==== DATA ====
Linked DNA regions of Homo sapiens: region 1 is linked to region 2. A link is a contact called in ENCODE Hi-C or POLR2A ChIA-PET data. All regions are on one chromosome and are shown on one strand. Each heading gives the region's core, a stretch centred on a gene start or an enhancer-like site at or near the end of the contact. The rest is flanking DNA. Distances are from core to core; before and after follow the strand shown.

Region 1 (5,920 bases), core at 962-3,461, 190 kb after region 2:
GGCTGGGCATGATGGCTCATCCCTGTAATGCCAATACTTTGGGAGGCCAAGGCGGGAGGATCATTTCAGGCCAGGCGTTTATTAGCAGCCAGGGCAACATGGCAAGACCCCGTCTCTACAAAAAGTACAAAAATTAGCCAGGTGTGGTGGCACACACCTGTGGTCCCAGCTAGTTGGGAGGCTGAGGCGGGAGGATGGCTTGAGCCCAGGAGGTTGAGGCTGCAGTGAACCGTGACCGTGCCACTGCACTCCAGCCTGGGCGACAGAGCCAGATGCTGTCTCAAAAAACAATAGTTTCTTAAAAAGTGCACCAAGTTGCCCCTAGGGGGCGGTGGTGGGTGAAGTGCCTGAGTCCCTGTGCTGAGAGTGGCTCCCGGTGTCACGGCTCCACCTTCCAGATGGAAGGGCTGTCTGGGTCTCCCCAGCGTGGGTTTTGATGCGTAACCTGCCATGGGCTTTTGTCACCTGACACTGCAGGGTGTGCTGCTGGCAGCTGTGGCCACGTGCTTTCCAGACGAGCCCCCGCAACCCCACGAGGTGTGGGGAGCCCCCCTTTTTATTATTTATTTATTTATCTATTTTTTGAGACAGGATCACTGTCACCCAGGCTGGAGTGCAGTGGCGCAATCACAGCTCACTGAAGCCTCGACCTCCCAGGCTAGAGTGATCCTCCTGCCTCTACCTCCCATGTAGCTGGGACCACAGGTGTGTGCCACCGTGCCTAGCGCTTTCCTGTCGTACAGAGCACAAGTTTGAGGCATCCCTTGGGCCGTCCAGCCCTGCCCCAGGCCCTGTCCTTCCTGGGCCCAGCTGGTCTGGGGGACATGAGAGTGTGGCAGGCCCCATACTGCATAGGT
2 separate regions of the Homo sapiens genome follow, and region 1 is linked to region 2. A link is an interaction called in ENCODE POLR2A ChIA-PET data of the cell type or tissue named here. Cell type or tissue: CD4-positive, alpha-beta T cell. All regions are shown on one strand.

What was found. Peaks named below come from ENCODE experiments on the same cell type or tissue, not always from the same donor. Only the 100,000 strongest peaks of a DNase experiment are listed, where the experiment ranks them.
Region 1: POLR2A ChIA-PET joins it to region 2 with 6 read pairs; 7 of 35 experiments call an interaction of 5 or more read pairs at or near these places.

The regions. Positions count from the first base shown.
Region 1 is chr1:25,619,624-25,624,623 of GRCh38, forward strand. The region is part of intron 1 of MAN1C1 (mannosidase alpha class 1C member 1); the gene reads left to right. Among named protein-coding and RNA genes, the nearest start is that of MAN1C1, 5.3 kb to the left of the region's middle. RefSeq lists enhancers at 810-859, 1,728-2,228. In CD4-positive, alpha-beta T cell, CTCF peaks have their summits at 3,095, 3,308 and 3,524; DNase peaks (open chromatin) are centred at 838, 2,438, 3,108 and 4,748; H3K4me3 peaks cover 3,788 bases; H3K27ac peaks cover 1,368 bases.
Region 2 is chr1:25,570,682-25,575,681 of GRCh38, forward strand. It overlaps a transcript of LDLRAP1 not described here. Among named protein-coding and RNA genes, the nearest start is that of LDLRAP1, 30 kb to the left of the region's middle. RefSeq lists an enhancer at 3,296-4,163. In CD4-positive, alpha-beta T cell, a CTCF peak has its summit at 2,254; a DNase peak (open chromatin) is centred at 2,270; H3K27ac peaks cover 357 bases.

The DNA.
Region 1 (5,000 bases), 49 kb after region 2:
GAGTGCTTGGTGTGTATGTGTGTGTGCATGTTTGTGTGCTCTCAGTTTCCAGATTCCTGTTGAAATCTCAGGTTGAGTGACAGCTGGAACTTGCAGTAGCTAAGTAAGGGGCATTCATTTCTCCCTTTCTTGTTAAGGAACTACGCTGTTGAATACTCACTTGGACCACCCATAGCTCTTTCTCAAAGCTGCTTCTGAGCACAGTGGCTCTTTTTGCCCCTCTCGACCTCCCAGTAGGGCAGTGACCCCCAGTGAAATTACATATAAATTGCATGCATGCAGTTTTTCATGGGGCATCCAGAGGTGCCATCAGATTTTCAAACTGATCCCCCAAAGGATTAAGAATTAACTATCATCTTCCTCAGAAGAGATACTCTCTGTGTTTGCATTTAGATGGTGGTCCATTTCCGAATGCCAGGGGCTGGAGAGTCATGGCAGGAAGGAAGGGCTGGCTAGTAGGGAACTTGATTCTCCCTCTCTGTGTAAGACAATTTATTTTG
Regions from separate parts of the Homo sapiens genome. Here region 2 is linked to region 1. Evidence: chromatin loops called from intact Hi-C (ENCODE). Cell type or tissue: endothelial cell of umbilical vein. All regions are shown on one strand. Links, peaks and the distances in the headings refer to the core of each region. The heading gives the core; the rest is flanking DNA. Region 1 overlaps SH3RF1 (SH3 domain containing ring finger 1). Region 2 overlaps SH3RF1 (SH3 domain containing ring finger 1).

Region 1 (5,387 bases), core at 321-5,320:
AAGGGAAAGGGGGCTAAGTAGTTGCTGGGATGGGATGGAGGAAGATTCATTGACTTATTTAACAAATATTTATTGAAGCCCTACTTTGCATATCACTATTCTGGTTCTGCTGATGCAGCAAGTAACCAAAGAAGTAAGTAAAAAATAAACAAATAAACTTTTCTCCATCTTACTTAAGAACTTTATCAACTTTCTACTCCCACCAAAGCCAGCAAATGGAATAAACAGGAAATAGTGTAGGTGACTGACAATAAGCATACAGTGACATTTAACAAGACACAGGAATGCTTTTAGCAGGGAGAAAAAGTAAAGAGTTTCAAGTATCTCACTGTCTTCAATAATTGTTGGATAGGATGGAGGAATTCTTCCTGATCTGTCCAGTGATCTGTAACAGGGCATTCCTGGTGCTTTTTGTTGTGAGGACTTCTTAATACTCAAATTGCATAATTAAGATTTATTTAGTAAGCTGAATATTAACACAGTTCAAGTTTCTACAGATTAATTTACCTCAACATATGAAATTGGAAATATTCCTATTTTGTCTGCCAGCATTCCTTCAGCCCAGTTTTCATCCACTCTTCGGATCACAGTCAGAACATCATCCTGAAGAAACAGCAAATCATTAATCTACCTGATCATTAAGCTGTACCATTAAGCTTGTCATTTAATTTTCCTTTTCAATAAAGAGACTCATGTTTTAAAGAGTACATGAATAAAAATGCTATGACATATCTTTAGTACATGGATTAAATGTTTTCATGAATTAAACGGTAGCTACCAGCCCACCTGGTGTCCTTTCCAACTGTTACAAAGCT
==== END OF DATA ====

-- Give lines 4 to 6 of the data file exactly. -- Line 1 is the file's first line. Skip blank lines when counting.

2 separate regions of the Homo sapiens genome follow, and region 1 is linked to region 2. A link is an interaction called in ENCODE POLR2A ChIA-PET data of the cell type or tissue named here. Cell type or tissue: CD4-positive, alpha-beta T cell. All regions are shown on one strand.

What was found. Peaks named below come from ENCODE experiments on the same cell type or tissue, not always from the same donor. Only the 100,000 strongest peaks of a DNase experiment are listed, where the experiment ranks them.
Region 1: POLR2A ChIA-PET joins it to region 2 with 6 read pairs; 7 of 35 experiments call an interaction of 5 or more read pairs at or near these places.